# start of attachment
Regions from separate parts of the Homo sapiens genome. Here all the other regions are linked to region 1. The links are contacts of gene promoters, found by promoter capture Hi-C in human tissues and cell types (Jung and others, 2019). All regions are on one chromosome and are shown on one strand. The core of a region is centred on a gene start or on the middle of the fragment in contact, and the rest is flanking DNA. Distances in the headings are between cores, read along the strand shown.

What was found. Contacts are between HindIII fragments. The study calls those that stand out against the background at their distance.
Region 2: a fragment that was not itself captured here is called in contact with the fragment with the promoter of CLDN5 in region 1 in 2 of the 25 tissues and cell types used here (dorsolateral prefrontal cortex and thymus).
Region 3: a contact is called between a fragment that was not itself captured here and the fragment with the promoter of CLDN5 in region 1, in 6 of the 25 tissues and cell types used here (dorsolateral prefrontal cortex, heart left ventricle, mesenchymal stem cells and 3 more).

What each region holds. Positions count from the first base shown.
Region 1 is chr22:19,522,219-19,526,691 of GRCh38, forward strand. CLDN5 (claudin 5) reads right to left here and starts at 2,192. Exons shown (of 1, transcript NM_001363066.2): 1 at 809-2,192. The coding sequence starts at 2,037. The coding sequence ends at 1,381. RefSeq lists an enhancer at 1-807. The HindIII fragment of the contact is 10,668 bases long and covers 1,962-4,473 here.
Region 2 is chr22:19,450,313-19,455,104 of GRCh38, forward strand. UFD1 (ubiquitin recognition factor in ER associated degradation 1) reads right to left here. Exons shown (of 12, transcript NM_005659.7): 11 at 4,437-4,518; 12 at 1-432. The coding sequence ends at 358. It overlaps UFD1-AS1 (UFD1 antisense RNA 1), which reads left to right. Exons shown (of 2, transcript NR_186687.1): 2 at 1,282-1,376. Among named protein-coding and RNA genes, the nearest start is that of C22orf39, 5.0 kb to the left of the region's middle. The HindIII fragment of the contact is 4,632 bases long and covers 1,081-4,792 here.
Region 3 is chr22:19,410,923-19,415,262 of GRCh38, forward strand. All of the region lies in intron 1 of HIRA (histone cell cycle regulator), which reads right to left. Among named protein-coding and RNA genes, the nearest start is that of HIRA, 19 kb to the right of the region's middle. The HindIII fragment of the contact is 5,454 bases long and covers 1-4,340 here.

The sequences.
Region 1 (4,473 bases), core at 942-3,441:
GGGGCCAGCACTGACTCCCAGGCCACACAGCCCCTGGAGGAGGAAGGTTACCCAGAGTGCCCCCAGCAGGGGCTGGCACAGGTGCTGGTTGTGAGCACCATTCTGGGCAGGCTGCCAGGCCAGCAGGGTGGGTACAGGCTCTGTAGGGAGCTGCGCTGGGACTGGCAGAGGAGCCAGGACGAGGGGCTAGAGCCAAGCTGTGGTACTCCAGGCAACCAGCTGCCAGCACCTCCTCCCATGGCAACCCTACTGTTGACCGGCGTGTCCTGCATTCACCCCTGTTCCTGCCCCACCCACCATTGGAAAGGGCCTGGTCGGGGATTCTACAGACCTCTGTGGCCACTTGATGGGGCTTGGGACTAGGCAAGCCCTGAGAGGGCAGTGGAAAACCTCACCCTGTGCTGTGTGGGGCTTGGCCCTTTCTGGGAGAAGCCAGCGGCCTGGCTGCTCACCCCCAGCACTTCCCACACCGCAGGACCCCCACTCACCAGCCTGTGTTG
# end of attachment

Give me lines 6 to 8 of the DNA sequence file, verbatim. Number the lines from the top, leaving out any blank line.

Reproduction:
Region 1 is chr22:19,522,219-19,526,691 of GRCh38, forward strand. CLDN5 (claudin 5) reads right to left here and starts at 2,192. Exons shown (of 1, transcript NM_001363066.2): 1 at 809-2,192. The coding sequence starts at 2,037. The coding sequence ends at 1,381. RefSeq lists an enhancer at 1-807. The HindIII fragment of the contact is 10,668 bases long and covers 1,962-4,473 here.
Region 2 is chr22:19,450,313-19,455,104 of GRCh38, forward strand. UFD1 (ubiquitin recognition factor in ER associated degradation 1) reads right to left here. Exons shown (of 12, transcript NM_005659.7): 11 at 4,437-4,518; 12 at 1-432. The coding sequence ends at 358. It overlaps UFD1-AS1 (UFD1 antisense RNA 1), which reads left to right. Exons shown (of 2, transcript NR_186687.1): 2 at 1,282-1,376. Among named protein-coding and RNA genes, the nearest start is that of C22orf39, 5.0 kb to the left of the region's middle. The HindIII fragment of the contact is 4,632 bases long and covers 1,081-4,792 here.
Region 3 is chr22:19,410,923-19,415,262 of GRCh38, forward strand. All of the region lies in intron 1 of HIRA (histone cell cycle regulator), which reads right to left. Among named protein-coding and RNA genes, the nearest start is that of HIRA, 19 kb to the right of the region's middle. The HindIII fragment of the contact is 5,454 bases long and covers 1-4,340 here.